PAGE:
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Maryada Sharma, Hetian Lei, Steven Pennock, Andrius Kazlauskas; Epithelial cells promote fibroblast-mediated contraction of collagen gels by secreting bFGF. Invest. Ophthalmol. Vis. Sci. 2013;54(15):6258.
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Fibrotic diseases compromise the function of many organs (e.g. skin, liver, heart, lung, kidneys) and arise at least in part from a breakdown in the relationship between epithelial and mesenchymal cells. One such disease is proliferative vitreoretinopathy (PVR), a blinding condition that has the quintessential feature of fibrotic diseases of being difficult to manage. In many cases, the pathogenesis of PVR involves formation of a tractional, fibrotic membrane populated by retinal pigment epithelial (RPE) cells and fibroblasts. The overall goal of this study was to investigate the nature of the relationship between these two cell types, with a particular focus on contraction.
Collagen gel contraction assay, which is an in vitro model for PVR, was used to assess the contraction abilities of RPE cells and fibroblasts in absence or presence of desired treatments. Condition medium (CM) was generated from RPE cells grown at high cell density in DMEM without serum for 24-48 hr. A panel of 16 growth factors and cytokines that are implicated in PVR were quantified in CM by multiplex assay, and the best candidates were tested for their relative contribution to contraction by using neutralizing antibodies against them. The CM and potential candidate were tested for their ability to promote signalling events that are intrinsic to PVR.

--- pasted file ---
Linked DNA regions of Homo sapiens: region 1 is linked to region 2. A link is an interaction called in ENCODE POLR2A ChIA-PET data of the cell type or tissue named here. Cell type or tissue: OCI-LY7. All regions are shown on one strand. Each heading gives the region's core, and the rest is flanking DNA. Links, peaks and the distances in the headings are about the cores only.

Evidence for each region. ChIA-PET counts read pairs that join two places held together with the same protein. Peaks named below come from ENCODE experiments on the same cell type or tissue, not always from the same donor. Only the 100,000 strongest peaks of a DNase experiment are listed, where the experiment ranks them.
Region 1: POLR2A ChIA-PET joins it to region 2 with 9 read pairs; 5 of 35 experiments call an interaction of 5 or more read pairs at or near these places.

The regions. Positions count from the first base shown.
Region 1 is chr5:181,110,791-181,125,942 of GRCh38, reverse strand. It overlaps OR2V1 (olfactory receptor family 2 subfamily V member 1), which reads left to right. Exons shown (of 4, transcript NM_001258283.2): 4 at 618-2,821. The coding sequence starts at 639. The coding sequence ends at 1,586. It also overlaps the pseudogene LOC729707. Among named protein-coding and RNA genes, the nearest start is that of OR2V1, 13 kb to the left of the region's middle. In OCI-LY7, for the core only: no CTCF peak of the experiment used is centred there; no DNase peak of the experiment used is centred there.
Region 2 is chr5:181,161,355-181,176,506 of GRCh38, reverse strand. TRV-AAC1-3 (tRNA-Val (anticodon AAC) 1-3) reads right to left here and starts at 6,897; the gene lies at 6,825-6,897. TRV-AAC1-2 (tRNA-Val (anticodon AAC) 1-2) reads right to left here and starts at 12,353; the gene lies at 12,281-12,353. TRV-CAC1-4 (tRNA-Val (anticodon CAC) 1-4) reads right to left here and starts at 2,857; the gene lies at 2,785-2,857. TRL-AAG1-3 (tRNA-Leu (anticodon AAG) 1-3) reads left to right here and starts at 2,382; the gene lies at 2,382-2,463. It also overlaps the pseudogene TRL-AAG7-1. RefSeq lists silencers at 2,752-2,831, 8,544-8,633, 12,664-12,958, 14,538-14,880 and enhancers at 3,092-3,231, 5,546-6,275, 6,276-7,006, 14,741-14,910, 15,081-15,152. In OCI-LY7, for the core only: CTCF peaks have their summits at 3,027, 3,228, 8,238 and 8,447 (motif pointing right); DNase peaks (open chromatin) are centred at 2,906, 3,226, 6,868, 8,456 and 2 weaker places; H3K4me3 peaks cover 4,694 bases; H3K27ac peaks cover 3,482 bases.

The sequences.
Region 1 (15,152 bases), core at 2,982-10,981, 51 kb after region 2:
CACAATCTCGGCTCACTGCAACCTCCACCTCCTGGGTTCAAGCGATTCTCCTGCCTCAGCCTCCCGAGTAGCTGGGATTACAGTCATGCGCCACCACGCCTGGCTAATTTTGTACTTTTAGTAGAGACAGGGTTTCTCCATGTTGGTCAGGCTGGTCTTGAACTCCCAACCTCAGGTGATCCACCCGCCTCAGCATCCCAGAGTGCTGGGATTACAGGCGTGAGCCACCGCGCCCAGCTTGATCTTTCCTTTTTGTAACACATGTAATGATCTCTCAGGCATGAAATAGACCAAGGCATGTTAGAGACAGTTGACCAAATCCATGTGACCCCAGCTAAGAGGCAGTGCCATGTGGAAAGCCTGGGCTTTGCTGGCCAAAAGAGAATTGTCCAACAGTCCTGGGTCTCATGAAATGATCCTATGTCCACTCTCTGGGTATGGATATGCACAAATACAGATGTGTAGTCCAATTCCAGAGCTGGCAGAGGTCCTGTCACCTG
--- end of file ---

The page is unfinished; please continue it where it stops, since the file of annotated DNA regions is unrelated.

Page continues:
We discovered that while the intrinsic ability of RPE cells to contract collagen type I gels was dramatically lower than fibroblasts, RPEs greatly enhanced contraction of fibroblast-loaded collagen gels by secreting soluble factors. bFGF (basic fibroblast growth factor) was an essential component of the contraction promoting activity that RPEs secreted. Conditioned medium from human mammary epithelial cells also induced maximal contraction of fibroblast-containing collagen gels, and this activity was dependent on bFGF. In contrast to the nearly complete contraction of collagen gels observed under these conditions, TGFβs (transforming growth factor βs) or PDGF (platelet-derived growth factor) induced only a submaximal response.
We conclude that epithelial cells promote maximal contraction of fibroblasts by secreting growth factors such as bFGF. These insights provide a conceptual foundation for the design of approaches to prevent and manage fibrotic diseases that are driven by a dysfunctional relationship between epithelial cells and fibroblasts.
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